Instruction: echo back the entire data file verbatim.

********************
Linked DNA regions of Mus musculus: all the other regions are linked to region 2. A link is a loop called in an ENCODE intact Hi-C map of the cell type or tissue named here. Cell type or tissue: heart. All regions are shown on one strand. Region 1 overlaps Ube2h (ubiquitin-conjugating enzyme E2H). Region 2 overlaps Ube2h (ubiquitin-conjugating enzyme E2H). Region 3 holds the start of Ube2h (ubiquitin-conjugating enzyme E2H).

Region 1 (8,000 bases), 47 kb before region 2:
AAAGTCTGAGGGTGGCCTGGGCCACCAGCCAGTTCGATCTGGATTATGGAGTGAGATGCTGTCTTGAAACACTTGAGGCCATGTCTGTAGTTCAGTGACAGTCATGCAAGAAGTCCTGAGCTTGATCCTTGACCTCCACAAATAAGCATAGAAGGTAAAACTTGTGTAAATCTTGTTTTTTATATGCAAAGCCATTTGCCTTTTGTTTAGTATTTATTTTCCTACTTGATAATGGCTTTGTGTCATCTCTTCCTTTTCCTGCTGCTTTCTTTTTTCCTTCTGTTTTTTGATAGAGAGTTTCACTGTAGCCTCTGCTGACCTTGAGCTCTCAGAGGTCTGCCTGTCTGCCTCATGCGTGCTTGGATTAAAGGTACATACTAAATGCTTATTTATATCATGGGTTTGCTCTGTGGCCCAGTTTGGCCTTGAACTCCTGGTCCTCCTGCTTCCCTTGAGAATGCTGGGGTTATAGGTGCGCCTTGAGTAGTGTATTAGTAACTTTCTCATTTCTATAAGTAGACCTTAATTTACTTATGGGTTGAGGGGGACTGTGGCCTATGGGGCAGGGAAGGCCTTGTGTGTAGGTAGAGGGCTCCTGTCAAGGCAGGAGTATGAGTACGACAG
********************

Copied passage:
Linked DNA regions of Mus musculus: all the other regions are linked to region 2. A link is a loop called in an ENCODE intact Hi-C map of the cell type or tissue named here. Cell type or tissue: heart. All regions are shown on one strand. Region 1 overlaps Ube2h (ubiquitin-conjugating enzyme E2H). Region 2 overlaps Ube2h (ubiquitin-conjugating enzyme E2H). Region 3 holds the start of Ube2h (ubiquitin-conjugating enzyme E2H).

Region 1 (8,000 bases), 47 kb before region 2:
AAAGTCTGAGGGTGGCCTGGGCCACCAGCCAGTTCGATCTGGATTATGGAGTGAGATGCTGTCTTGAAACACTTGAGGCCATGTCTGTAGTTCAGTGACAGTCATGCAAGAAGTCCTGAGCTTGATCCTTGACCTCCACAAATAAGCATAGAAGGTAAAACTTGTGTAAATCTTGTTTTTTATATGCAAAGCCATTTGCCTTTTGTTTAGTATTTATTTTCCTACTTGATAATGGCTTTGTGTCATCTCTTCCTTTTCCTGCTGCTTTCTTTTTTCCTTCTGTTTTTTGATAGAGAGTTTCACTGTAGCCTCTGCTGACCTTGAGCTCTCAGAGGTCTGCCTGTCTGCCTCATGCGTGCTTGGATTAAAGGTACATACTAAATGCTTATTTATATCATGGGTTTGCTCTGTGGCCCAGTTTGGCCTTGAACTCCTGGTCCTCCTGCTTCCCTTGAGAATGCTGGGGTTATAGGTGCGCCTTGAGTAGTGTATTAGTAACTTTCTCATTTCTATAAGTAGACCTTAATTTACTTATGGGTTGAGGGGGACTGTGGCCTATGGGGCAGGGAAGGCCTTGTGTGTAGGTAGAGGGCTCCTGTCAAGGCAGGAGTATGAGTACGACAG